May 18, 2018 OTG_Admin

Behind the Scenes with OTG’s Audio Mastermind Troy Hermes

Over the past two years, Troy Hermes has worked with Off the Grid Studios on our most important film projects. He was the lead audio engineer and sound designer on “Corazon” and “Dubai on the Fly.” Troy creates sonic illusions that fit so perfectly within a scene, the viewer just assumes the sounds are natural. Need the flap of a falcon’s wing or the crunch of sand under a camel’s step? No worries, coming right up. It’s sometimes a thankless job, for if Troy does his job perfectly, no one ever knows that sound has been added or enhanced except for the production team. Welcome to his world.

Troy recently remastered the audio for the global release of “Corazon,” which premieres on May 23. You can learn more about this free premiere here.

We recently caught up with Troy on a blustery, frigid April weekend when a massive spring snowstorm was bombarding Troy’s Minneapolis home. Troy was strumming on his 1918 Gibson mandolin and contemplating moving to a warmer climate when OTG’s RA Beattie caught up with him:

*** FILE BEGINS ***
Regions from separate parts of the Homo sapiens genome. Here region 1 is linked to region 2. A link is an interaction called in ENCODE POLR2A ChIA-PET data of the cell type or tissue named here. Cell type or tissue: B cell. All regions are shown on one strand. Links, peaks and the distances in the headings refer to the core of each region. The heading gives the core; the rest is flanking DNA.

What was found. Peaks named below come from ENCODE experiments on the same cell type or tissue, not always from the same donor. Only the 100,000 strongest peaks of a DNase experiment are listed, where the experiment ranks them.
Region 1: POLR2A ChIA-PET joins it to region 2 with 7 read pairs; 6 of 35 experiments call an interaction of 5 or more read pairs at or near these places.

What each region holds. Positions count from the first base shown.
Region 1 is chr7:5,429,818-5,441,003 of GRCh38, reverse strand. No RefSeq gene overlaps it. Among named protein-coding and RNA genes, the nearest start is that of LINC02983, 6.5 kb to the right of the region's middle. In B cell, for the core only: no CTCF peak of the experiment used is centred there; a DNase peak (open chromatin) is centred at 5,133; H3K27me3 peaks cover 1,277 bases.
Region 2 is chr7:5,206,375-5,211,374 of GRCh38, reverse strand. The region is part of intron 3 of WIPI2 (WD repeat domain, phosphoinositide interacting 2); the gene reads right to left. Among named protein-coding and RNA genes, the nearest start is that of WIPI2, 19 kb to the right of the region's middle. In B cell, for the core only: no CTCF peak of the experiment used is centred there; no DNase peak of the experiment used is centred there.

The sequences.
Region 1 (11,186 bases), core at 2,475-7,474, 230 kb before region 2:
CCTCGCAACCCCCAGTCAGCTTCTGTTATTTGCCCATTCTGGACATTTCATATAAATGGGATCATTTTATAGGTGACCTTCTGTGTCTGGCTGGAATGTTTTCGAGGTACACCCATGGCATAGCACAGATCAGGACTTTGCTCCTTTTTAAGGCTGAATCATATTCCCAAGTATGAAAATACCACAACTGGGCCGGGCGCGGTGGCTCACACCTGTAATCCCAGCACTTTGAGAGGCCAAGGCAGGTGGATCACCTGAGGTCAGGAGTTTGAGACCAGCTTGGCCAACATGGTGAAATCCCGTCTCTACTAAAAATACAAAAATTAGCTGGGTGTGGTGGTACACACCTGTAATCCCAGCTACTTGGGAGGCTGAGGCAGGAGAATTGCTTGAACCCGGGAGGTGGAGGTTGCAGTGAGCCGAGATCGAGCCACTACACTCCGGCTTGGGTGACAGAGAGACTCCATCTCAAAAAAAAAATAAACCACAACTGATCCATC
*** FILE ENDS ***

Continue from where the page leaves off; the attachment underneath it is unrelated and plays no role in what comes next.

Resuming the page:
Beattie:   Ok. Let’s go back to the beginning of your career. Did you always want to be an audio engineer?

Hermes:   Yes, but I think it took a while to realize it. After high school I went to the University of Florida and got a degree in journalism. Then, grad school in London at the School of Oriental and African Studies (SOAS). I completed a South Asian Studies post-grad course, and eventually went on to do my masters at SOAS as well. Halfway through my studies I ended up dropping out when I ran out of money. The idea there was to eventually go to India and find work as a journalist.

So I found work as an assistant engineer at various music studios throughout London. Having played music for a good portion of my life, I understood signal flow and already knew how to work some of the equipment. If you’re not that intimidated by the number of knobs on a mixing desk, you find out they’re quite intuitive, ultimately.

After a few years in the music industry, I eventually started doing location audio for the London bureau of NBC News, which included all the NBC channels and shows: MSNBC, CNBC, Dateline, and The NBC Nightly News. That job took me throughout Europe, Afghanistan, Iraq, Jordan, and Israel.

Beattie:   Not India, but you were working in journalism abroad?

Hermes:   Yeah, not India, but some other rough spots. I don’t mean that negatively, but you know … the news doesn’t go where things are going well.